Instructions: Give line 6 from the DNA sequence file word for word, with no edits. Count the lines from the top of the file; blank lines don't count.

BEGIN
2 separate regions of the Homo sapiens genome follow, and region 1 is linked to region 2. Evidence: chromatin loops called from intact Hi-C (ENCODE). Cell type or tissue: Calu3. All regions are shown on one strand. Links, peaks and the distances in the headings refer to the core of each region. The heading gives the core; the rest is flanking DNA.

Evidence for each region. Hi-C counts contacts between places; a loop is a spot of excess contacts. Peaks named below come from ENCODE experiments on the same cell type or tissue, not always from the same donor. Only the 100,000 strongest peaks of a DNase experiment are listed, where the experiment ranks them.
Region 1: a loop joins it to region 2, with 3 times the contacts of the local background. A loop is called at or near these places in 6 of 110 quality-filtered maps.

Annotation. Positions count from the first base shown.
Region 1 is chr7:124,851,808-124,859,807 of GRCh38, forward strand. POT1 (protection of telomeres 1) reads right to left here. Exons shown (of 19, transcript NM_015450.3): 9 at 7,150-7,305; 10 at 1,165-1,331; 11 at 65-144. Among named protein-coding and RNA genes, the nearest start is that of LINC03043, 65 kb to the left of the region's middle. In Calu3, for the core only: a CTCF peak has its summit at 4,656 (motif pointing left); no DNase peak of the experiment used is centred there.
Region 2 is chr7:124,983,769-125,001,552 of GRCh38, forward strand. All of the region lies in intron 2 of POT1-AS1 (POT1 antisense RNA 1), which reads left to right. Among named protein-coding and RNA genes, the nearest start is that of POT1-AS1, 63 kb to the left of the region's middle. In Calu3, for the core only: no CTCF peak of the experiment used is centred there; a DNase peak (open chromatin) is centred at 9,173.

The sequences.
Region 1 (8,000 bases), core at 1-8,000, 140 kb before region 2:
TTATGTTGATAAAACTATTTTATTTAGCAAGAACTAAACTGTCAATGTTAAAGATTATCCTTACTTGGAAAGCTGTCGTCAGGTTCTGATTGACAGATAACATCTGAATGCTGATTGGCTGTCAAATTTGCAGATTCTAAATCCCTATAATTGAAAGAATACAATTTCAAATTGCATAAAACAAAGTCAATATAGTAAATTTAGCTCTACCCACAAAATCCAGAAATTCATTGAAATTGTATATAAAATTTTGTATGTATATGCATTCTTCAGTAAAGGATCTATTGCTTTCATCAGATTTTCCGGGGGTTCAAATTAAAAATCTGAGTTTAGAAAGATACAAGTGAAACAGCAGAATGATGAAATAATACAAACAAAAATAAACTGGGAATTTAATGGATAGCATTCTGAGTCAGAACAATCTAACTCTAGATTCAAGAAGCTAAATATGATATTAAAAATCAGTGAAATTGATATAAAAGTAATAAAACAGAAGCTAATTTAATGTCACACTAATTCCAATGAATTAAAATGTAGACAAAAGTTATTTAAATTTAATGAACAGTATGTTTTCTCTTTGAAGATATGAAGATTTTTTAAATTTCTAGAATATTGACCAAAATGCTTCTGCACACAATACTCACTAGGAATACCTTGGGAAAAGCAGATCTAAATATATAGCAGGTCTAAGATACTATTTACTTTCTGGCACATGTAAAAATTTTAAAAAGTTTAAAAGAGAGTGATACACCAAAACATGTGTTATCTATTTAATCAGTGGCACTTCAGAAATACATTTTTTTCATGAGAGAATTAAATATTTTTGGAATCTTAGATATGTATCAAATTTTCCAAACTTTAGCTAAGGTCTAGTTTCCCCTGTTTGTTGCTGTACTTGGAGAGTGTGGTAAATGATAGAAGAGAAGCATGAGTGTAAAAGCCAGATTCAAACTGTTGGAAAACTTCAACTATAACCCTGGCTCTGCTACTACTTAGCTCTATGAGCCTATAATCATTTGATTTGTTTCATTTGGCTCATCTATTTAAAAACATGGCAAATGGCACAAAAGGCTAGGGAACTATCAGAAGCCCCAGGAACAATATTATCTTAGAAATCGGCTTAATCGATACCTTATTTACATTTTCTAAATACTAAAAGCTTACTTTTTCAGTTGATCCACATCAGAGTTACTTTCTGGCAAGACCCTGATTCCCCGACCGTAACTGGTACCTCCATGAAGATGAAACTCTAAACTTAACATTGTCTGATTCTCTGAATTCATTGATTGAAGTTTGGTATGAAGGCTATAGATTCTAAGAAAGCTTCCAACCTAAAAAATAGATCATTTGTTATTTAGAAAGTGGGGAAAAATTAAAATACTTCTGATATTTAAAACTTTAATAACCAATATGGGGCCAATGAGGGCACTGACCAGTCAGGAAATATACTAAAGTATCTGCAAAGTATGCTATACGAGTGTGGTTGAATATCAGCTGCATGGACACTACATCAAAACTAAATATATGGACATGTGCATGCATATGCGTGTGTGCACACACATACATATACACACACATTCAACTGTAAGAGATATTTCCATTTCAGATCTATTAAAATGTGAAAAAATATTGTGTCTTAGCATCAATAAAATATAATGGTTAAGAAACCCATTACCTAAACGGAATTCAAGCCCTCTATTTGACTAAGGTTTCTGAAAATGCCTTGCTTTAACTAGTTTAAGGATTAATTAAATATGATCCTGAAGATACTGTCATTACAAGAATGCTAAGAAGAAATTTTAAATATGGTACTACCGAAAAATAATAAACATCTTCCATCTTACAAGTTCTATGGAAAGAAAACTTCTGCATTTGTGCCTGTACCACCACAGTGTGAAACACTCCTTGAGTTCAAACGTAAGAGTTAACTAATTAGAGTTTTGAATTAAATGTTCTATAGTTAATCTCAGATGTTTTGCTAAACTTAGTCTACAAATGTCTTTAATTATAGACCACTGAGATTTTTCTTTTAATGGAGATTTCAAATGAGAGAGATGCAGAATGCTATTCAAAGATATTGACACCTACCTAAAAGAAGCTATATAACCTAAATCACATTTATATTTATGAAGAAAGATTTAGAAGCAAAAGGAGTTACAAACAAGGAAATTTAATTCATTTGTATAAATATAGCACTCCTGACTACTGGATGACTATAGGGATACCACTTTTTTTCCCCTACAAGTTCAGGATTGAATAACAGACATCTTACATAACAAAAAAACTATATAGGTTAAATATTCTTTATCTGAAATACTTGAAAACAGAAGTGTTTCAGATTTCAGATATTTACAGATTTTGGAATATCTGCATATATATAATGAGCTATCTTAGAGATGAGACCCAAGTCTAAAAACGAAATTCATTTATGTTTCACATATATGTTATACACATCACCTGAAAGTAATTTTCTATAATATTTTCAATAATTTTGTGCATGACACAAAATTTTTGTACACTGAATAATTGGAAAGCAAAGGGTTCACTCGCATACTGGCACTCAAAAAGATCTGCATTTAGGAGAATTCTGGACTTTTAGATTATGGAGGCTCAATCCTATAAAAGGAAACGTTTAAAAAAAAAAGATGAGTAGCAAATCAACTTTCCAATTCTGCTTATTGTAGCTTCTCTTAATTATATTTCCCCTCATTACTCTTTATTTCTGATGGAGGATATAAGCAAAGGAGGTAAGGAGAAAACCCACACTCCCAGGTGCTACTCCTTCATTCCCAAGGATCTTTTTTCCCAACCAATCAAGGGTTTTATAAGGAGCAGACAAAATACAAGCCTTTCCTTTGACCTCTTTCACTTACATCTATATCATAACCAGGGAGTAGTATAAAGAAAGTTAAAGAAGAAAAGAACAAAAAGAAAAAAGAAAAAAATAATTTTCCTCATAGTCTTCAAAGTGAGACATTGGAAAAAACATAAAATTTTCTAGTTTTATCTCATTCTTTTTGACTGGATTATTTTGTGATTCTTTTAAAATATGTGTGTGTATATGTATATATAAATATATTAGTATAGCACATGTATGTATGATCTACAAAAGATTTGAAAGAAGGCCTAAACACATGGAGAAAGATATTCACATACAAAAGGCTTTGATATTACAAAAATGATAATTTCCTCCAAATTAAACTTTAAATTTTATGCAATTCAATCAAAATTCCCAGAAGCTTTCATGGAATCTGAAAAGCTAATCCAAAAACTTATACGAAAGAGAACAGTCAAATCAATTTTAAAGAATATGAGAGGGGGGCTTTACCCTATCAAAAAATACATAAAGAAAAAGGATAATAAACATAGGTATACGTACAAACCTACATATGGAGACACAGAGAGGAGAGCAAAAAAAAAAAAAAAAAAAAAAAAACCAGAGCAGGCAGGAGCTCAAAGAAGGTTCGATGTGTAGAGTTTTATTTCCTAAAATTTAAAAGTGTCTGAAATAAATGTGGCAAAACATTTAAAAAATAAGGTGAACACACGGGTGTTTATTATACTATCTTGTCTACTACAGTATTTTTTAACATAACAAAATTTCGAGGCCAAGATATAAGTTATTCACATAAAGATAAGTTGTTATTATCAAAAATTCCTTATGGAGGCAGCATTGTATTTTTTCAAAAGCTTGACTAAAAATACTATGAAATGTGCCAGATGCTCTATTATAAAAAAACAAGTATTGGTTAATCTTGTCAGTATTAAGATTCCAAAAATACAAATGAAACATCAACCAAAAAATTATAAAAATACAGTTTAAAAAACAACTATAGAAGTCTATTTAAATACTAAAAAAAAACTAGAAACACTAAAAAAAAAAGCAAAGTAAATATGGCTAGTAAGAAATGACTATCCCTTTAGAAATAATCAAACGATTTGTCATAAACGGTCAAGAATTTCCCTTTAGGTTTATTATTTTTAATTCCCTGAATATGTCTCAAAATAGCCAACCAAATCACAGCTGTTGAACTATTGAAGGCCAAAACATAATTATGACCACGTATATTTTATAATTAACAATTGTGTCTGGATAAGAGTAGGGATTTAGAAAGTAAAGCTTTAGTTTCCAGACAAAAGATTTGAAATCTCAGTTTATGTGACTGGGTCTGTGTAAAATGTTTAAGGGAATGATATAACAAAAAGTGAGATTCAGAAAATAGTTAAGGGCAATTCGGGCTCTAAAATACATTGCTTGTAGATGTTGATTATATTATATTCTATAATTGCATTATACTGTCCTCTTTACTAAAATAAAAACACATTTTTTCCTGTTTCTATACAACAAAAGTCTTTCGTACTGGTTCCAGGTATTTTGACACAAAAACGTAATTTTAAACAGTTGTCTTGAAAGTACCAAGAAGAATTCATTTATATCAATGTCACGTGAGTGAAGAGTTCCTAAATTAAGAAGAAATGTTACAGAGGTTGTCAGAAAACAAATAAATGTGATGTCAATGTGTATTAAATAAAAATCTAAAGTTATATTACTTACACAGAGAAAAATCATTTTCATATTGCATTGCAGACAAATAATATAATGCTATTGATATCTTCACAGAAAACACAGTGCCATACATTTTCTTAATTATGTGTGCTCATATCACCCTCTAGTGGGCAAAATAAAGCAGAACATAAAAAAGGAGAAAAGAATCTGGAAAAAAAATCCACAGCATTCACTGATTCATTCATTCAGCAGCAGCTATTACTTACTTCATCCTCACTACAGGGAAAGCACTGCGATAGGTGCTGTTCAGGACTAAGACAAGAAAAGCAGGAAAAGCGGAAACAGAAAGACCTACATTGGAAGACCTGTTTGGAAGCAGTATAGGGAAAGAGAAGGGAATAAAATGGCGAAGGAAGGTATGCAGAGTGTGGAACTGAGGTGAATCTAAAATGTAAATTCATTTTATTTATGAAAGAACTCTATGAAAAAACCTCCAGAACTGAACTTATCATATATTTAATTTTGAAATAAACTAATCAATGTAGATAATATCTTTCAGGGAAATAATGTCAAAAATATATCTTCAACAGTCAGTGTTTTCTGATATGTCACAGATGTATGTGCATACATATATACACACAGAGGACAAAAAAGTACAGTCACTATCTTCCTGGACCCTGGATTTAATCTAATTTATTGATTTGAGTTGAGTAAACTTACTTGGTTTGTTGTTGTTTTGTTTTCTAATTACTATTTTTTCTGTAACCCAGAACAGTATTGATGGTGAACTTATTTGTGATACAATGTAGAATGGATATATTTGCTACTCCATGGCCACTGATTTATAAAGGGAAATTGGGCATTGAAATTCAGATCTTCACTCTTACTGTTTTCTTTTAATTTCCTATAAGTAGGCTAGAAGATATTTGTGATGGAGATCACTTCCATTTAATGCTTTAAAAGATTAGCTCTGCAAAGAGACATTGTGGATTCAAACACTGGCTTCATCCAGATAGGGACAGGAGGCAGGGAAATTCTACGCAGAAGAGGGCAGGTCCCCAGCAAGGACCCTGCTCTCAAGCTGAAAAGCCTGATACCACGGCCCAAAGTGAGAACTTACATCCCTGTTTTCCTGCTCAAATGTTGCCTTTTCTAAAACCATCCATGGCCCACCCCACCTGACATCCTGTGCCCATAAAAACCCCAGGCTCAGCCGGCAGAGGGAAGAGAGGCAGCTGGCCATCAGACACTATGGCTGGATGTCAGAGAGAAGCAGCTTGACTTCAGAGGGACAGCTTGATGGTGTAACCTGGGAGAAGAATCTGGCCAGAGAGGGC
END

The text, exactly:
Region 2 is chr7:124,983,769-125,001,552 of GRCh38, forward strand. All of the region lies in intron 2 of POT1-AS1 (POT1 antisense RNA 1), which reads left to right. Among named protein-coding and RNA genes, the nearest start is that of POT1-AS1, 63 kb to the left of the region's middle. In Calu3, for the core only: no CTCF peak of the experiment used is centred there; a DNase peak (open chromatin) is centred at 9,173.